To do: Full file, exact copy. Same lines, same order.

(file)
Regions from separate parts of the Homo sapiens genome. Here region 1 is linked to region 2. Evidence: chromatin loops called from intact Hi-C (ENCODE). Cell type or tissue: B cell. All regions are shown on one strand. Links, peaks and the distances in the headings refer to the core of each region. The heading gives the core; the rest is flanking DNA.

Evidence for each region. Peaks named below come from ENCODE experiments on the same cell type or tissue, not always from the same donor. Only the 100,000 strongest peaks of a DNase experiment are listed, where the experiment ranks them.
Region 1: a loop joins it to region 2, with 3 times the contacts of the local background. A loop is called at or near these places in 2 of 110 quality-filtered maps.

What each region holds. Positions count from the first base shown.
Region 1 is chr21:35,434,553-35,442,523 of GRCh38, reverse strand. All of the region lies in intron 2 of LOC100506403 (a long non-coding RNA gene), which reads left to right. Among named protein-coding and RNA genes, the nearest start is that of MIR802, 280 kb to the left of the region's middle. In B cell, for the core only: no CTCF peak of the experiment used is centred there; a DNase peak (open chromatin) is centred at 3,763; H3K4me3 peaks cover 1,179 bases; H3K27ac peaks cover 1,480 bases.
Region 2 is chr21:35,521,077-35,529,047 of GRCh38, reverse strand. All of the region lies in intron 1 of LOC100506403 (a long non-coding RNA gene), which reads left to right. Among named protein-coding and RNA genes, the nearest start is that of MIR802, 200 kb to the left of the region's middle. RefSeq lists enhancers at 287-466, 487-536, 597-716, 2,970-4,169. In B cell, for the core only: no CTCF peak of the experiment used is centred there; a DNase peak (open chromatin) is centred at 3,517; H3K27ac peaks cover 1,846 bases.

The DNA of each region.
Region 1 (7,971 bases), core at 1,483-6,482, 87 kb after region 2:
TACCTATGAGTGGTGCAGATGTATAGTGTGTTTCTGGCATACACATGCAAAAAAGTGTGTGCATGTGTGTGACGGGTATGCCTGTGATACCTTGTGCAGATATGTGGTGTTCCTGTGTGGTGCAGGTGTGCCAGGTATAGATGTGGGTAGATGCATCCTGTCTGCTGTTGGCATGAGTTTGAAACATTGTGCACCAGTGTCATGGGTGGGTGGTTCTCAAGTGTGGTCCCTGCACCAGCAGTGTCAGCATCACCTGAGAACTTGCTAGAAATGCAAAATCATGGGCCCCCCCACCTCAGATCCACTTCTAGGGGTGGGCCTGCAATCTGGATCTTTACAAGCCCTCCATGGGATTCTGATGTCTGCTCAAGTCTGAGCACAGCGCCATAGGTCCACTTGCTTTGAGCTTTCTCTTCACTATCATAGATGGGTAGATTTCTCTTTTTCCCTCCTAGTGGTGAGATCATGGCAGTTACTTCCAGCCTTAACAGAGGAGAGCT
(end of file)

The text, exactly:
Regions from separate parts of the Homo sapiens genome. Here region 1 is linked to region 2. Evidence: chromatin loops called from intact Hi-C (ENCODE). Cell type or tissue: B cell. All regions are shown on one strand. Links, peaks and the distances in the headings refer to the core of each region. The heading gives the core; the rest is flanking DNA.

Evidence for each region. Peaks named below come from ENCODE experiments on the same cell type or tissue, not always from the same donor. Only the 100,000 strongest peaks of a DNase experiment are listed, where the experiment ranks them.
Region 1: a loop joins it to region 2, with 3 times the contacts of the local background. A loop is called at or near these places in 2 of 110 quality-filtered maps.

What each region holds. Positions count from the first base shown.
Region 1 is chr21:35,434,553-35,442,523 of GRCh38, reverse strand. All of the region lies in intron 2 of LOC100506403 (a long non-coding RNA gene), which reads left to right. Among named protein-coding and RNA genes, the nearest start is that of MIR802, 280 kb to the left of the region's middle. In B cell, for the core only: no CTCF peak of the experiment used is centred there; a DNase peak (open chromatin) is centred at 3,763; H3K4me3 peaks cover 1,179 bases; H3K27ac peaks cover 1,480 bases.
Region 2 is chr21:35,521,077-35,529,047 of GRCh38, reverse strand. All of the region lies in intron 1 of LOC100506403 (a long non-coding RNA gene), which reads left to right. Among named protein-coding and RNA genes, the nearest start is that of MIR802, 200 kb to the left of the region's middle. RefSeq lists enhancers at 287-466, 487-536, 597-716, 2,970-4,169. In B cell, for the core only: no CTCF peak of the experiment used is centred there; a DNase peak (open chromatin) is centred at 3,517; H3K27ac peaks cover 1,846 bases.

The DNA of each region.
Region 1 (7,971 bases), core at 1,483-6,482, 87 kb after region 2:
TACCTATGAGTGGTGCAGATGTATAGTGTGTTTCTGGCATACACATGCAAAAAAGTGTGTGCATGTGTGTGACGGGTATGCCTGTGATACCTTGTGCAGATATGTGGTGTTCCTGTGTGGTGCAGGTGTGCCAGGTATAGATGTGGGTAGATGCATCCTGTCTGCTGTTGGCATGAGTTTGAAACATTGTGCACCAGTGTCATGGGTGGGTGGTTCTCAAGTGTGGTCCCTGCACCAGCAGTGTCAGCATCACCTGAGAACTTGCTAGAAATGCAAAATCATGGGCCCCCCCACCTCAGATCCACTTCTAGGGGTGGGCCTGCAATCTGGATCTTTACAAGCCCTCCATGGGATTCTGATGTCTGCTCAAGTCTGAGCACAGCGCCATAGGTCCACTTGCTTTGAGCTTTCTCTTCACTATCATAGATGGGTAGATTTCTCTTTTTCCCTCCTAGTGGTGAGATCATGGCAGTTACTTCCAGCCTTAACAGAGGAGAGCT